USChina30title

 

729 Elm
Norman OK 73019-2105
(405) 325-3580
FAX: (405) 325-7738
uschina at ou dot edu

Public Events

4 p.m. Wednesday, March 13, 2013, Auditorium Fred Jones Jr. Museum of Art
Richard Kraus, Professor Emeritus of Political Science, University of Oregon
“A Cultural Cold War between China and the United States”
This event is cosponsored by the Institute for U.S.-China Issues and the Department of International and Area Studies, and is free and open to the public.

Thursday April 4. 1:30-245pm, Hester Hall 183, no lunch
Carsten Vala, Loyola University of Maryland, Department of Political Science
“Loving the people or loving the party? Official and unofficial Protestant leaders and the Chinese Communist Party's nationalism agenda.”
In the 21st century, the Chinese Communist Party promotes nationalism as one way to legitimate its rule. Chinese Protestants, however, comprise a potentially disloyal social group, because many reject official churches to worship apart from party-state structures and Protestants comprise one of the fastest growing religious populations in China today. How does the CCP's nationalism agenda play out among Protestant leaders within the party-state's official churches and in unregistered churches? Drawing on nearly 40 interviews conducted in mainland China in 2009 and 2010, I illustrate the strategies by which Protestant leaders negotiate the CCP's nationalism agenda. 

Monday, February 18. 12 noon – 1:15 pm, Hester Hall 160 seminar room, lunch provided.
Wolfgang Kubin, University of Bonn, Institute for Oriental and Asian Studies
“Modern Chinese Poetry and the Role of Foreign Languages”
I shall talk about modern and contemporary Chinese poets like Dai Wangshu and Bei Dao under the influence of French and Spanish language and literature, about poets as their own translators (Bian Zhilin) and the translators of others and the consequences for the problem of translation work. Finally I shall raise the question of whether a Chinese poet writing in a foreign language still belongs to the history of Chinese literature or should be counted as the history of a certain foreign literature.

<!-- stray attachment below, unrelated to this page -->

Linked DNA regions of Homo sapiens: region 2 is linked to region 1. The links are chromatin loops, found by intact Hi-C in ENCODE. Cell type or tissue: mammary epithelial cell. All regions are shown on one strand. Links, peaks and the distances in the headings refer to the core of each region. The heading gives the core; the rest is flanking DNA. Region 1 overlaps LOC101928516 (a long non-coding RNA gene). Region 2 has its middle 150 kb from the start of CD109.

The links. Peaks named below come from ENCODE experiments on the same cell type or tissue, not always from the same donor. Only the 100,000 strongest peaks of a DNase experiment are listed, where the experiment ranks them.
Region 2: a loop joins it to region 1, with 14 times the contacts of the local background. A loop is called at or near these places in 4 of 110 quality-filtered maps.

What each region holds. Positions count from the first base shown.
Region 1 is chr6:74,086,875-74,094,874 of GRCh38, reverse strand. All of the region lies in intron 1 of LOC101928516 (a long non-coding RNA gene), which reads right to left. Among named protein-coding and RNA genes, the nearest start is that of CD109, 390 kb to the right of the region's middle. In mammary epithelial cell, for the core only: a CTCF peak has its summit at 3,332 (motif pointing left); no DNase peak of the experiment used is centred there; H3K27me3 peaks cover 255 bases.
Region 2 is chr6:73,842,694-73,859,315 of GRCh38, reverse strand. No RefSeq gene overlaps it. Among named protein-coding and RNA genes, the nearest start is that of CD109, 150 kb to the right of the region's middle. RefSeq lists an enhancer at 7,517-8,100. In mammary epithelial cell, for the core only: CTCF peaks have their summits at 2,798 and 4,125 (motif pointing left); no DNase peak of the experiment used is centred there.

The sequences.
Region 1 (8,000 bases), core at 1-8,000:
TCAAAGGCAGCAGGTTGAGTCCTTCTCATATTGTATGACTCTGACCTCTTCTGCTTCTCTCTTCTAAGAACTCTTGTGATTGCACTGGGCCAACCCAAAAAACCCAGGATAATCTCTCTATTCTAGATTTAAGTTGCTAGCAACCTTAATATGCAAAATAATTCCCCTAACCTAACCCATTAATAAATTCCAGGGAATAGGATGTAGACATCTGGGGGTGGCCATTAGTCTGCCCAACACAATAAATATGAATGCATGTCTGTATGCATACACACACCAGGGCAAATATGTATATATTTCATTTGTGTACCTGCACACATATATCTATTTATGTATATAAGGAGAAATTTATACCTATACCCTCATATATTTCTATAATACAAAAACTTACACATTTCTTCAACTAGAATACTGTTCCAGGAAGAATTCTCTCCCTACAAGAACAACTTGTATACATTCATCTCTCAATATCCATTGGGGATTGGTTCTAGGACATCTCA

15 Years of ‘One Country, Two Systems’ in Hong Kong:

A conversation with Mr. Donald Tong,
Hong Kong Commissioner for Economic and Trade Affairs, USA

3:15–4:15 pm, Tuesday, 14 February 2012
CIS Conference Room, Hester Hall 160

Donald Tong Chi-keung (唐智強) is the most senior representative of the Hong Kong Special Administrative Region (HKSAR) to the U.S., a position he assumed in October 2008.  As Commissioner, he directs the HKSAR Government’s efforts in promoting U.S.-Hong Kong economic and trade ties. Immediately prior to this appointment, he was Deputy Secretary for Home Affairs, responsible for policy formulation on development of social enterprise and youth, promotion of civic education and human rights, regulation of gambling, legal aid, religious and data privacy matters. 

Mr. Tong will speak briefly about the economic and political development of Hong Kong since its 1997 return to Chinese sovereignty from British rule, and will then take questions from the audience.

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This event is free and open to the public. But please rsvp to uschina@ou.edu or 325-3580.

 

Director Gries at Taipei Press Conference 2011

NEWS CONFERENCE:
US ACADEMIC SURVEY ON TAIWAN’S 2012 PRESIDENTIAL ELECTION
台灣2012年總統選舉: 美國學術調查記者會

ppt here; survey data here; press coverage:
China Post
, Taipei Times, 中央社, 中央廣播電臺, 中時新聞, 聯合報, 大紀元

The University of Oklahoma Institute for US-China Issues hosted a brief presentation and Q & A in Taipei on Friday, Dec. 2, 2011.

Peter Gries, Director of the Institute, presented findings from a nationally representative Taiwan survey. The survey differed from existing polls in coming from a non-partisan academic source, and in using a new Internet survey methodology that avoids biases associated with telephone and face-to-face polls.

Topics covered included:

  • Up to date support figures for Ma, Tsai, and Soong.
  • Demographic characteristics (e.g. age, gender, region, ethnicity, education, income) of Ma, Tsai, and Soong supporters.
  • Who are the undecided voters?
  • How do Ma, Tsai, and Soong supporters differ on China? What are their views of independence and reunification?

Gries presented in both English and Mandarin Chinese, and took questions in both languages.

TIME: 10 a.m.-11 a.m., Friday, Dec. 2, 2011

PLACE: NTU Alumni Building Rm. 3C (2-1 Chi-nan Rd., near Taipei Main Station)
台大校友會館3C (台北市濟南路一段2-1號3樓)

AGENDA: 15 minute presentation followed by 45 minutes of Q&A

COST: Free and open to the public; accredited journalists given seating priority; tea and coffee provided.

Please register in advance at uschina@ou.edu.

Yíngēlìshī 吟歌丽诗
"Chanted Songs, Beautiful Poetry," A Sinophonic English Opera
by
OU Professor Jonathan Stalling

 2-3 p.m., Friday, February 18, 2011
Mary Eddy and Fred Jones Auditorium
Fred Jones Jr. Museum of Art,
555 Elm Avenue, Norman, Oklahoma